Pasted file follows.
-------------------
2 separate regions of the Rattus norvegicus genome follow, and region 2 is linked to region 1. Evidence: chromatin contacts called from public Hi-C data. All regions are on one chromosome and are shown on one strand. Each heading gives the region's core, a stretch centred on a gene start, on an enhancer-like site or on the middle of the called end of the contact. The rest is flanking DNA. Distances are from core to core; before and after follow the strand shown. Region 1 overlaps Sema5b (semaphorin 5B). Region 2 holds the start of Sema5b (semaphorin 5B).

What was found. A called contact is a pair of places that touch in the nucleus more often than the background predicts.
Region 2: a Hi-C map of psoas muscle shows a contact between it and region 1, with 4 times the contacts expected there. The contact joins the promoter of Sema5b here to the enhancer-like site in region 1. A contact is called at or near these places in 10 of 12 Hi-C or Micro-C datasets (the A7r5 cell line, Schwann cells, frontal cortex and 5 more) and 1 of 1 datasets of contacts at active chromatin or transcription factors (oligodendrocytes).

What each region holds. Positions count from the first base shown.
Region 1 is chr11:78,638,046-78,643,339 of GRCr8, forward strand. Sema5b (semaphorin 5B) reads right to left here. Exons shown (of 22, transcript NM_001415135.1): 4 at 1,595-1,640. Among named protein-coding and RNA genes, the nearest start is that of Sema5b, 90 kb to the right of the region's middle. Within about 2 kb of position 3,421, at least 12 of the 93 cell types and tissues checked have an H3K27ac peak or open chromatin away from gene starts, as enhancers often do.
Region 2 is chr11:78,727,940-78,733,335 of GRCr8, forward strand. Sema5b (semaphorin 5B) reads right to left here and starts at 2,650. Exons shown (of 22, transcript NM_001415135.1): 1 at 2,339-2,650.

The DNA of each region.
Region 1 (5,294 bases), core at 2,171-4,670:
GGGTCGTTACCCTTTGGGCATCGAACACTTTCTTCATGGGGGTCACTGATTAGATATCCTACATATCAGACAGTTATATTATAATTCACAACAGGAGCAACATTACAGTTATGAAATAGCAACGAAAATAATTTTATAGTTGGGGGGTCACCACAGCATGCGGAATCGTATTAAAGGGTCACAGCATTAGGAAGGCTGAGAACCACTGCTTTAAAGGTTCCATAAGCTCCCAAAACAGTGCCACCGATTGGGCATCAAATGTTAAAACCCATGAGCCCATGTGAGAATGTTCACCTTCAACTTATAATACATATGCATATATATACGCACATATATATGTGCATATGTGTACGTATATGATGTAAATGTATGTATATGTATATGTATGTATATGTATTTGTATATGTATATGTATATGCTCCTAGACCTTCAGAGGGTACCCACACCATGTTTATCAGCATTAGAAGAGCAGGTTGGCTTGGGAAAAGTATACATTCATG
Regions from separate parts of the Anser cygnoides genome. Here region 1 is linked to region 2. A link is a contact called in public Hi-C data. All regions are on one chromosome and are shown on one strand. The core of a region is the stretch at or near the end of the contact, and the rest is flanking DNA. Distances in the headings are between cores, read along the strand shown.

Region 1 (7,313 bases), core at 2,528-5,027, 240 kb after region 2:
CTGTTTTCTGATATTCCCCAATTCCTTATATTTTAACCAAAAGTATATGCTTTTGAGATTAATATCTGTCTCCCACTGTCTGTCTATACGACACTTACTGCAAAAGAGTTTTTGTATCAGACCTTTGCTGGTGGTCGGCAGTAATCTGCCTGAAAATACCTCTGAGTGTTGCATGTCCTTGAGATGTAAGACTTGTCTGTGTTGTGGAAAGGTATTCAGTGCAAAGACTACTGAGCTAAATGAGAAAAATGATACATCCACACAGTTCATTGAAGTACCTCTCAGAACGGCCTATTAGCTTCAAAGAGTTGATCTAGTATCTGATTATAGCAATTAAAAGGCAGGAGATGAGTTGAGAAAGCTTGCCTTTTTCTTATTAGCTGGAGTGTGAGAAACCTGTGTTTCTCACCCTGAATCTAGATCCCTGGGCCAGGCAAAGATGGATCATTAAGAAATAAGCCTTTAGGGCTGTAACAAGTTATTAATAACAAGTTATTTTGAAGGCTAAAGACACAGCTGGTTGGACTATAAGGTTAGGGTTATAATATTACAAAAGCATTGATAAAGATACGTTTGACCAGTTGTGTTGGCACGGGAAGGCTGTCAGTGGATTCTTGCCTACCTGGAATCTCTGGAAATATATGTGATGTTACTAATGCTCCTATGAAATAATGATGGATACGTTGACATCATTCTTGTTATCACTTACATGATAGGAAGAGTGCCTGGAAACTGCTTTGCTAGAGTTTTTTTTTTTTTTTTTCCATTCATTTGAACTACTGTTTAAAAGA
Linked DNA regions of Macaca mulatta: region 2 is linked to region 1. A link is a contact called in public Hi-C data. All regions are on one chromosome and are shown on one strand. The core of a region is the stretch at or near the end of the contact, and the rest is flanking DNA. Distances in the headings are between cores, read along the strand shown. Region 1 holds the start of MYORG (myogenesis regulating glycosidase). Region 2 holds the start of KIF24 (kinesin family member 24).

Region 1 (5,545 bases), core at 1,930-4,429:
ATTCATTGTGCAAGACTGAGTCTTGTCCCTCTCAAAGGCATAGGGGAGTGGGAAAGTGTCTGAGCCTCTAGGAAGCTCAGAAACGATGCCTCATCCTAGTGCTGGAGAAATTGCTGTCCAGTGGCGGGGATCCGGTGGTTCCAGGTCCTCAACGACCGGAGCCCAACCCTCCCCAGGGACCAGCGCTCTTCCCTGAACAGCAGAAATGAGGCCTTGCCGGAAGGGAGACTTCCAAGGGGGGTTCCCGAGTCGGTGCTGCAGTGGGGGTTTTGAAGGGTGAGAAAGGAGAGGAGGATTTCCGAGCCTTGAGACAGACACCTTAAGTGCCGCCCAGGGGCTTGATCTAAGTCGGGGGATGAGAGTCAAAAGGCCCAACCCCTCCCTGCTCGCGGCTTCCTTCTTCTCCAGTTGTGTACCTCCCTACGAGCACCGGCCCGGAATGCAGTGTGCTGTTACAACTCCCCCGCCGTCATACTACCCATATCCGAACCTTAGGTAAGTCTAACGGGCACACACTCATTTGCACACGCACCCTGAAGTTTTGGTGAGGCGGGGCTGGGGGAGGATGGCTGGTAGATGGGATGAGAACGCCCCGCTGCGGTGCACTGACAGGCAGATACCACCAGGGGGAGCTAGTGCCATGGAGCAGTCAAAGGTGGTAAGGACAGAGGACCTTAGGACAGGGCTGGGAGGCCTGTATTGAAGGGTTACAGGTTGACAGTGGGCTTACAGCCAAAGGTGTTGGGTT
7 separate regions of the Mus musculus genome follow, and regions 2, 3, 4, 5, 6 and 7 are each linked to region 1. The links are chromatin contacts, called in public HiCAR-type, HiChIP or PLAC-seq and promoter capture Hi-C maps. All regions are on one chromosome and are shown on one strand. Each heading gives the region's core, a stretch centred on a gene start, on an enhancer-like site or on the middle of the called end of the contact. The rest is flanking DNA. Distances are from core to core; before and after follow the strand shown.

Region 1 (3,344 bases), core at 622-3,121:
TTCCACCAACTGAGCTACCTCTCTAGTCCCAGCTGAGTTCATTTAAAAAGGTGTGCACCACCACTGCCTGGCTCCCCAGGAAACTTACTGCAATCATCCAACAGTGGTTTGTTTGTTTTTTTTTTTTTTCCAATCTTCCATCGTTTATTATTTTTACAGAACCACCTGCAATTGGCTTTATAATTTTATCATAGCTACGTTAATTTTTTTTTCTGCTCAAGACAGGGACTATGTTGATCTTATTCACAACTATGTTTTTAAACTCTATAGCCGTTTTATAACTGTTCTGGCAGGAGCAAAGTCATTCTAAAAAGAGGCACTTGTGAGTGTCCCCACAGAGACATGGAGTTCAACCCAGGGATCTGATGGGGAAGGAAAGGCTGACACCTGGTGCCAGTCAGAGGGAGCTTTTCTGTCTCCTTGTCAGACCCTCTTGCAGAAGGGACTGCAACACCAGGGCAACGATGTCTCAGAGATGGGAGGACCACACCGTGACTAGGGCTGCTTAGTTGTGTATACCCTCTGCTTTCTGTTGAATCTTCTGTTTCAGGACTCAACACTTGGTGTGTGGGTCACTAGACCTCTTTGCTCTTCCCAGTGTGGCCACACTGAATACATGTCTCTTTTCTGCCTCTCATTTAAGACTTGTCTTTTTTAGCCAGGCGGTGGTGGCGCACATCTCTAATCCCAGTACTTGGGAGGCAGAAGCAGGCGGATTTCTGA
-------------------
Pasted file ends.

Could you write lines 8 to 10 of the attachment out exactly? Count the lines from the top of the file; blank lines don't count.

Region 1 (5,294 bases), core at 2,171-4,670:
GGGTCGTTACCCTTTGGGCATCGAACACTTTCTTCATGGGGGTCACTGATTAGATATCCTACATATCAGACAGTTATATTATAATTCACAACAGGAGCAACATTACAGTTATGAAATAGCAACGAAAATAATTTTATAGTTGGGGGGTCACCACAGCATGCGGAATCGTATTAAAGGGTCACAGCATTAGGAAGGCTGAGAACCACTGCTTTAAAGGTTCCATAAGCTCCCAAAACAGTGCCACCGATTGGGCATCAAATGTTAAAACCCATGAGCCCATGTGAGAATGTTCACCTTCAACTTATAATACATATGCATATATATACGCACATATATATGTGCATATGTGTACGTATATGATGTAAATGTATGTATATGTATATGTATGTATATGTATTTGTATATGTATATGTATATGCTCCTAGACCTTCAGAGGGTACCCACACCATGTTTATCAGCATTAGAAGAGCAGGTTGGCTTGGGAAAAGTATACATTCATG
Regions from separate parts of the Anser cygnoides genome. Here region 1 is linked to region 2. A link is a contact called in public Hi-C data. All regions are on one chromosome and are shown on one strand. The core of a region is the stretch at or near the end of the contact, and the rest is flanking DNA. Distances in the headings are between cores, read along the strand shown.